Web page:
You’ve got to feel it

Michael AtiyahFor some reason, the smartest people seem to put a high value on beauty and understanding. At 86, Michael Atiyah is still on his quest for both, as you can read here in Quanta. Just a pearl (my emphasis):

People think mathematics begins when you write down a theorem followed by a proof. That’s not the beginning, that’s the end. For me the creative place in mathematics comes before you start to put things down on paper, before you try to write a formula. You picture various things, you turn them over in your mind. You’re trying to create, just as a musician is trying to create music, or a poet. There are no rules laid down. You have to do it your own way. But at the end, just as a composer has to put it down on paper, you have to write things down. But the most important stage is understanding. A proof by itself doesn’t give you understanding. You can have a long proof and no idea at the end of why it works. But to understand why it works, you have to have a kind of gut reaction to the thing. You’ve got to feel it.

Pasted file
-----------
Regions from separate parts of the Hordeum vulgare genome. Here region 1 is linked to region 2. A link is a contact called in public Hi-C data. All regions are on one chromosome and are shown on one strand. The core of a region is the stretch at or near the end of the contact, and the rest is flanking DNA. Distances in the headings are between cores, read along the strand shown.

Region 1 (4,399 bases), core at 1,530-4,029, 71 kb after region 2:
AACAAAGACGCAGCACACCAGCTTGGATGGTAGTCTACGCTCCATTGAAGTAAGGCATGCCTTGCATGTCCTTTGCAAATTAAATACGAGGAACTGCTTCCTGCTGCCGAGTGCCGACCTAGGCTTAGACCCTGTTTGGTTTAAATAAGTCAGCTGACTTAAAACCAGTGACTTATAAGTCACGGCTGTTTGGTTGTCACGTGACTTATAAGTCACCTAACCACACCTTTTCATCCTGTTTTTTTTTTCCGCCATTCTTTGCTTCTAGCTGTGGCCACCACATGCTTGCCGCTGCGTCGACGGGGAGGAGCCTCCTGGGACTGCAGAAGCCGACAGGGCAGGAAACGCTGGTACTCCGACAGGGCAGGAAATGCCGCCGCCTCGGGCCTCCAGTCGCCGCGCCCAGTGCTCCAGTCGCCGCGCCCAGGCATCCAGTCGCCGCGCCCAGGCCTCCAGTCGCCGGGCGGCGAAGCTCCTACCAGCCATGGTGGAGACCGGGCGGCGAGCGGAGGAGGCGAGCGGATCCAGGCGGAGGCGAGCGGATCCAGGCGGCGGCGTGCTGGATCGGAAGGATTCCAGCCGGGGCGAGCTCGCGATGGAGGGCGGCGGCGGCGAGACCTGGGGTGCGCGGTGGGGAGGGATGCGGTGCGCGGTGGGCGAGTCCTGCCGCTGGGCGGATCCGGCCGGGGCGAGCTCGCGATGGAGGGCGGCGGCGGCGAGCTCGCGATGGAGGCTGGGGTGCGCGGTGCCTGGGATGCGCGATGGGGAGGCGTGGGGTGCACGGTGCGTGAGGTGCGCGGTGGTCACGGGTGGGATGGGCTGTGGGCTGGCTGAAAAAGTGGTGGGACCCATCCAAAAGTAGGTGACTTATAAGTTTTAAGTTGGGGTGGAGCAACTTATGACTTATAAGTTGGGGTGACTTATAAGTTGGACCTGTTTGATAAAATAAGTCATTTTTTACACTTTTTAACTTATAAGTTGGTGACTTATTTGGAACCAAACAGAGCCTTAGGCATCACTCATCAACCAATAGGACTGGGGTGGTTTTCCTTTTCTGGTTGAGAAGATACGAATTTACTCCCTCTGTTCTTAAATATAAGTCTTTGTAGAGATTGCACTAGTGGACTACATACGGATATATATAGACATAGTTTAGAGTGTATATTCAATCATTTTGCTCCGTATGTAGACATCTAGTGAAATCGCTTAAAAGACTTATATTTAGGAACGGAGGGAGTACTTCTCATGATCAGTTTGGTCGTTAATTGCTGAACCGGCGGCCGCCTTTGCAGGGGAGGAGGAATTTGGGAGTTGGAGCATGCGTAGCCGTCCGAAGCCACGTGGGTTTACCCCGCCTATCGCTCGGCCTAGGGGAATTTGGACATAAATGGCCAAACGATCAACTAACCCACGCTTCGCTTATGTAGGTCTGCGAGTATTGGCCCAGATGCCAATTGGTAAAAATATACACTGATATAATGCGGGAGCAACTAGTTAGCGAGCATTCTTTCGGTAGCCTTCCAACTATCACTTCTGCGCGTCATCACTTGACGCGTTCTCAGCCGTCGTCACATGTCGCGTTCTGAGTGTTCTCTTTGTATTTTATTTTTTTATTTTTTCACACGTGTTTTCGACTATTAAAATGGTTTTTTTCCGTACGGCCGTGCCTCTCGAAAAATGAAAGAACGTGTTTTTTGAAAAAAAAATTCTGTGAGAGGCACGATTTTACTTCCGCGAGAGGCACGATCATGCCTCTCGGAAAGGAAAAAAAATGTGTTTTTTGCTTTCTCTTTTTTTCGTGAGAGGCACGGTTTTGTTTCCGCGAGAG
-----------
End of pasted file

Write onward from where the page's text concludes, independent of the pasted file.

And for some reason, I adore photographs of old professors with a blackboard full of mathematics behind.

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Featured Image: Michael Atiyah, Quanta

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